Integrative nursing in Europe - A competency profile for nursing students validated in a Delphi-study

Anita Lunde*, Thora Gunnarsdottir, Martine Busch, Marianne J.E. van der Heijden, Torkel Falkenberg, Monique van Dijk, Dorte Wiwe Dürr

*Corresponding author for this work

Research output: Contribution to journalArticleAcademicpeer-review


Background: Integrative nursing is a framework for providing holistic care and includes complementary therapies and non-pharmacological interventions. There is no common European approach on how to educate healthcare professionals on complementary therapies and non-pharmacological interventions for symptom management. Nurses report a lack of formal education as the main barrier to applying integrative nursing. Objectives: The aim of this study is to develop and validate integrative nursing learning outcomes in a competency profile for bachelor nursing students. Methods: A two-round Delphi study was conducted with experts on integrative nursing and/or nurse education from eight European countries. The expert panelists rated their level of agreement with learning outcomes in relation to “Knowledge, Skills, Responsibility and Autonomy” on a nine-point Likert scale (1 = strongly disagree/9 = strongly agree) and were invited to add comments in an open text field. The Rand manual's description of levels of appropriateness was used, and experts' suggestions were analyzed thematically and used for reformulating or adding learning outcomes. Results: In the first round, 19 out of 23 experts participated, versus 18 in the second round. In all, thirty-five learning outcomes within the three areas Knowledge, Skills and Responsibility/Autonomy were rated. After two Delphi rounds, twenty-four included learning outcomes were classified as appropriate, with median levels of appropriateness between 7 and 9; none had been classified as inappropriate. The learning outcomes include general knowledge about selected complementary therapies and non-pharmacological interventions, safety, national rules and regulations, communication and ethical skills and competencies for self-care actions and for applying simple evidence-based complementary therapies and non-pharmacological interventions in nursing practice. Conclusions: The competency profile consist of validated competencies; the high degree of consensus from the expert panelists makes the learning outcomes relevant for structuring a teaching module for nursing students about integrative nursing.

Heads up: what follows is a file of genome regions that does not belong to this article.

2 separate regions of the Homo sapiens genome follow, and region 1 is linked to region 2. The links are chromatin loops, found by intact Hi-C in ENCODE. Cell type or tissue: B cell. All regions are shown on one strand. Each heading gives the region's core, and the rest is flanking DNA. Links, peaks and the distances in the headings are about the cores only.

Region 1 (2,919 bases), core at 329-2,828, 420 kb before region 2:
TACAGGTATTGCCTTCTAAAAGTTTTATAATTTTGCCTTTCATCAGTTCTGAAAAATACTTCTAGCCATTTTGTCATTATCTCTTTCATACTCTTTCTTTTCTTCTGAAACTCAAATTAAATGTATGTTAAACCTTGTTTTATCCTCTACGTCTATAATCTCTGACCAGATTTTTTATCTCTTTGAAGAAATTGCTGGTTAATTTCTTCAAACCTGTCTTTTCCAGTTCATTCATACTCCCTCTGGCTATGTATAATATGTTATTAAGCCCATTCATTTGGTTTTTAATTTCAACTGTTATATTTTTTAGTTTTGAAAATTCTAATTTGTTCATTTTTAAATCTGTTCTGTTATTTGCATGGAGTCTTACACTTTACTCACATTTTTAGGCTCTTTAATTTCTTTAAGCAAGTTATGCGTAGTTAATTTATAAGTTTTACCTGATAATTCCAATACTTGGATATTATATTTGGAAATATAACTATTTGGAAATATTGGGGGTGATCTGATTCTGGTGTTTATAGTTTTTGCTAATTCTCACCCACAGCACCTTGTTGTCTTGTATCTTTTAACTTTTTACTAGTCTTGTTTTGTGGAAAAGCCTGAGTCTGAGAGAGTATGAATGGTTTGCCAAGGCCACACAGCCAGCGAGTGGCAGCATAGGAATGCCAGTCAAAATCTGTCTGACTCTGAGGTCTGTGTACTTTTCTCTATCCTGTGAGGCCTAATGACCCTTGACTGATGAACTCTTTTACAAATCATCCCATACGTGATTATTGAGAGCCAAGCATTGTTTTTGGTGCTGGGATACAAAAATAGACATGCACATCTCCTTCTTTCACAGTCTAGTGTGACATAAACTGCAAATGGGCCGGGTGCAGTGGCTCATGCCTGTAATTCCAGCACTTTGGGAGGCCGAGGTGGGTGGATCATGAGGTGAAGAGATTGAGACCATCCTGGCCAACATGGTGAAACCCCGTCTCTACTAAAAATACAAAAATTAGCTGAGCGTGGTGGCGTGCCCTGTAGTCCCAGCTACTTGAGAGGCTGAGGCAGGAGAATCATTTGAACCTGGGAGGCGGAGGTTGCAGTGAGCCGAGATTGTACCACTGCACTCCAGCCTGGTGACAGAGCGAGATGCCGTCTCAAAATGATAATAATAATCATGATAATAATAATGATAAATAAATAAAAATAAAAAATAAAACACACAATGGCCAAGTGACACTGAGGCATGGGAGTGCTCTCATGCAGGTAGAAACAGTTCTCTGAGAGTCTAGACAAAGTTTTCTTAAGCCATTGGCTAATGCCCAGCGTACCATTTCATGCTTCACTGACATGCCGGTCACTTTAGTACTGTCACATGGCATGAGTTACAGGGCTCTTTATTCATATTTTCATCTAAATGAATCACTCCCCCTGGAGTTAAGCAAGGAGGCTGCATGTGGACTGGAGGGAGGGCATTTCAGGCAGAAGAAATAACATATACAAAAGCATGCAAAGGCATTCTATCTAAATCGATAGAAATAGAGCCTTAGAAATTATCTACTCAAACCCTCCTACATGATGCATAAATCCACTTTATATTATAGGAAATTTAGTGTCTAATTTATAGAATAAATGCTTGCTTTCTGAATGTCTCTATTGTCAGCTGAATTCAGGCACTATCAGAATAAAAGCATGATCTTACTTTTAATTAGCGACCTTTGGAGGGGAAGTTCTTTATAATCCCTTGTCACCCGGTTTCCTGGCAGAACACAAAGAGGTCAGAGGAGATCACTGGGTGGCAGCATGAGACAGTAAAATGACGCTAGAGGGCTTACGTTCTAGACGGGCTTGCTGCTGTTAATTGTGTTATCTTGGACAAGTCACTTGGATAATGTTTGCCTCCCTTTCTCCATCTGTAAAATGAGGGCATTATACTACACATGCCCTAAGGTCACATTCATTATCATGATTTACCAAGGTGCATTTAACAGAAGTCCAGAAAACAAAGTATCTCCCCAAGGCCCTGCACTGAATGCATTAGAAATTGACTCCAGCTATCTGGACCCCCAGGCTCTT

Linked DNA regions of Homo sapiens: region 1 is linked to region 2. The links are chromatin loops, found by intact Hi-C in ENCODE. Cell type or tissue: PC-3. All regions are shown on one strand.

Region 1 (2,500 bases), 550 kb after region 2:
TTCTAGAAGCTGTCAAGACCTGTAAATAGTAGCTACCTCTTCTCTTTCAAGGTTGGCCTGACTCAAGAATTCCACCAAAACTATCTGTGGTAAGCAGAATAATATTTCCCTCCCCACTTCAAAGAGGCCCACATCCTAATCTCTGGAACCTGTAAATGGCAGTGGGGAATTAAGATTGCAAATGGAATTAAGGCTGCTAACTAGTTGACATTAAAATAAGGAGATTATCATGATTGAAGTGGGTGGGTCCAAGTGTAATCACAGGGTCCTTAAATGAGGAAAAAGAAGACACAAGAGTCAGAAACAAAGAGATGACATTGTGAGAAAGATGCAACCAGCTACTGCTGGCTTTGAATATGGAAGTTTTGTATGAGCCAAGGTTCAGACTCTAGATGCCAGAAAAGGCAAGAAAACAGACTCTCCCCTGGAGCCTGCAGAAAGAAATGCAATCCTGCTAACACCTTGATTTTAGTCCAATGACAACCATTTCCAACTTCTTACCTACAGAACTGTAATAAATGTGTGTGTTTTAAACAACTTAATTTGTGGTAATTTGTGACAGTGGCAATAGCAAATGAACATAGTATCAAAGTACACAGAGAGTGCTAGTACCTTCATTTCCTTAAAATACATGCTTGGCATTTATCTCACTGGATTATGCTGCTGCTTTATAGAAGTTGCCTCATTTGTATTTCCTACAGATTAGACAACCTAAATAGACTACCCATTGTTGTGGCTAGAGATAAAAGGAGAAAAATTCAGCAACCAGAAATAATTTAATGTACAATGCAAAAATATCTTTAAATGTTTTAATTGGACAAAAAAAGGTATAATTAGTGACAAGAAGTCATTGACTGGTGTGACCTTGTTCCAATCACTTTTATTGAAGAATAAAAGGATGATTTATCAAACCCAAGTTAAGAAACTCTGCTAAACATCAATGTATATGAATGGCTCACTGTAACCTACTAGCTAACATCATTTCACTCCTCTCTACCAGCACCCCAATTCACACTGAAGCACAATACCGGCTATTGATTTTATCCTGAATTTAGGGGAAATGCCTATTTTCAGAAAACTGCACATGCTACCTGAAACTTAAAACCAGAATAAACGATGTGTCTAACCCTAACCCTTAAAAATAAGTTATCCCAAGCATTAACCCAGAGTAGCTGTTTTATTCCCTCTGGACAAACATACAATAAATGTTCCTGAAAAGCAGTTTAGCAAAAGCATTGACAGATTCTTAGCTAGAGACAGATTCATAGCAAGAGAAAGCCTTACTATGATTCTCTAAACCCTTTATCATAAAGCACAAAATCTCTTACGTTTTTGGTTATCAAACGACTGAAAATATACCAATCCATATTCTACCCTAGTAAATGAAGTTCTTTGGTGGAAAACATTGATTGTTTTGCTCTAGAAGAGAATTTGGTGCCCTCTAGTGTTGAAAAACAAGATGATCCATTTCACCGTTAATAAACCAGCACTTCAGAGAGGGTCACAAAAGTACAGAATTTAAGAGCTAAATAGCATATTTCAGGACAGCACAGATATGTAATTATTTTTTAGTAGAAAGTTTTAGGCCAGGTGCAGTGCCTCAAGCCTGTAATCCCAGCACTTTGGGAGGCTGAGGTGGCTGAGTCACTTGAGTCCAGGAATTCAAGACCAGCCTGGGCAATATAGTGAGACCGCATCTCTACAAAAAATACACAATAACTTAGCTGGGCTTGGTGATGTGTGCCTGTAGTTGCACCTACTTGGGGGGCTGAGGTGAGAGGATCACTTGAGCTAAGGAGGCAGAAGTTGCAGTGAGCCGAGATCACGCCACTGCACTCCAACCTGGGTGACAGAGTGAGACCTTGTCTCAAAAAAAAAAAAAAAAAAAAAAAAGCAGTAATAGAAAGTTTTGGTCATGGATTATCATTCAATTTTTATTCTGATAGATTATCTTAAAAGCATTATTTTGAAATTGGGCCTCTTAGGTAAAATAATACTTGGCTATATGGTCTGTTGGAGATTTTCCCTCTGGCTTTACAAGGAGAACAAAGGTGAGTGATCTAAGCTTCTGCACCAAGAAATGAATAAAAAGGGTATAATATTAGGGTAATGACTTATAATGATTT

Original languageEnglish
Article number105807
JournalNurse Education Today
Publication statusPublished - Jul 2023

Bibliographical note

Funding Information:
This study is part of an EU-funded project by Erasmus+ (KA203 Strategic Partnerships for Higher Education): ‘The Integrative Nursing Education Series’ (2019-1-NL01-KA203-060478).

Publisher Copyright: © 2023 The Authors


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